Any damage or loss of cultural heritage will only have adverse consequences on the prospects for lasting peace and humanitarian relief for the people of Afghanistan, says a statement released by UNESCO yesterday.

UNESCO further underlines the need for a safe environment for the ongoing work of the country’s cultural heritage professionals and artists, who play a central role for Afghanistan’s national cohesion and social fabric.

Afghanistan is home to a wide range of rich and diverse heritage, which is an integral part of Afghan history and identity, as well as of importance for humanity as a whole, that must be safeguarded.  This includes sites such as the Old City of Herat, the UNESCO World Heritage sites of the Minaret and Archaeological Remains of Jam and the Cultural Landscape and Archaeological Remains of the Bamiyan Valley, where UNESCO has been working for several decades, as well as museums including the National Museum in Kabul. It is crucial for the future of Afghanistan to safeguard and preserve these landmarks.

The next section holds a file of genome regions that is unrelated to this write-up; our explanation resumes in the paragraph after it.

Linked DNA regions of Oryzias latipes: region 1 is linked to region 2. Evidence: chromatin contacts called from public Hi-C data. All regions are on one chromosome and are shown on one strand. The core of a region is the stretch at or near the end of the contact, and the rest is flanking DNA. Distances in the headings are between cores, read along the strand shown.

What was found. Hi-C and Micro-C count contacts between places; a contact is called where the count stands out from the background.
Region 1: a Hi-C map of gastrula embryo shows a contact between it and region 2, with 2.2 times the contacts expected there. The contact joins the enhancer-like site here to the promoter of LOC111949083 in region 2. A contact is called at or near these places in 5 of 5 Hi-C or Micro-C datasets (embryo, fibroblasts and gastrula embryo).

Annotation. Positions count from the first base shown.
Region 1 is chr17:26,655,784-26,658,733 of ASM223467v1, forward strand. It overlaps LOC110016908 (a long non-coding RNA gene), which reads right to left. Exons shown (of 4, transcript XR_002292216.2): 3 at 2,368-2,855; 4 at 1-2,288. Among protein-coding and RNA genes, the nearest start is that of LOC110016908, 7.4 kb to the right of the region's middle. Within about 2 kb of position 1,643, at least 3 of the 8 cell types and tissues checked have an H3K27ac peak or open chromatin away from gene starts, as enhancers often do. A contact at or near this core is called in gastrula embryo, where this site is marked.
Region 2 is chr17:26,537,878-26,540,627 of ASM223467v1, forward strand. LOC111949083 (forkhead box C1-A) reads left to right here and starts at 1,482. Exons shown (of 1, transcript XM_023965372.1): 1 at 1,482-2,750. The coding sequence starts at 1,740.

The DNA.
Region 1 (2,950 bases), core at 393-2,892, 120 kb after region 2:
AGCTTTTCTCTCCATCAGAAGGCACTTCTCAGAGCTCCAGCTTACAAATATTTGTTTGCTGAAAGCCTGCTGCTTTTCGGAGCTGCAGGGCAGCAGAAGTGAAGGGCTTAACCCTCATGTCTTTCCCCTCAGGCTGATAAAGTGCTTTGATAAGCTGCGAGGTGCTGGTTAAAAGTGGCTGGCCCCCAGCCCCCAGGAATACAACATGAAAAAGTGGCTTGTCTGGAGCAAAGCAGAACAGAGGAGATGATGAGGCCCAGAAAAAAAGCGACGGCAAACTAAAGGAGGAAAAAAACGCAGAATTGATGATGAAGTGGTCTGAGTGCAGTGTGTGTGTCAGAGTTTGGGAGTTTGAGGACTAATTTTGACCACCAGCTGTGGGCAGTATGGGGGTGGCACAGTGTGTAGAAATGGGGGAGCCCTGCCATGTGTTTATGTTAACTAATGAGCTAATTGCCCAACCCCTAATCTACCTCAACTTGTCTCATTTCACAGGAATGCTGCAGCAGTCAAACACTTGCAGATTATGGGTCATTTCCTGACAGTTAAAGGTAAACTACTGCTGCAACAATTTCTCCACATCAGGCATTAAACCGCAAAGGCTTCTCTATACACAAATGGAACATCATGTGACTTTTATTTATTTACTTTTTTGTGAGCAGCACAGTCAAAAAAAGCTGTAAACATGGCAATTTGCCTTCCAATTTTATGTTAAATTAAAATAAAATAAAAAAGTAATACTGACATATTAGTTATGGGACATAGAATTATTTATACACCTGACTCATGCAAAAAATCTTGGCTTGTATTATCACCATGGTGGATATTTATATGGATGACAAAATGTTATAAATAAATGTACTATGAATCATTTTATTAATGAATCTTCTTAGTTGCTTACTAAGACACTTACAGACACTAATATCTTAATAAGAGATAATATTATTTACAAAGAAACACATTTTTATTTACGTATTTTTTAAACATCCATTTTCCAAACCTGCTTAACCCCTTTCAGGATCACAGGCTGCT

Recall, the Taliban blew up and destroyed the Buddhas of Bamiyan in March 2001 on orders from leader Mullah Mohammed Omar, after the Taliban government declared that they were idols.  International and local opinion strongly condemned the destruction of the Buddhas. Some Taliban sources credited Omar's decision to blow up the Buddha statues to the growing influence of Osama bin Laden.

The Buddhas of Bamiyan were two 6th-century monumental statues of Vairocana Buddha and Gautama Buddha carved into the side of a cliff in the Bamyan valley of central Afghanistan, 130 kilometers northwest of Kabul at an elevation of 2,500 meters.  Carbon dating of the structural components of the Buddhas has determined that the smaller 38-meter "Eastern Buddha" was built around 570 AD, and the larger 55-meter "Western Buddha" was built around 618 AD.

The statues represented a later evolution of the classic blended style of Gandhara art.  The statues consisted of the male Salsal ("light shines through the universe") and the (smaller) female Shamama ("Queen Mother"), as they were called by the locals.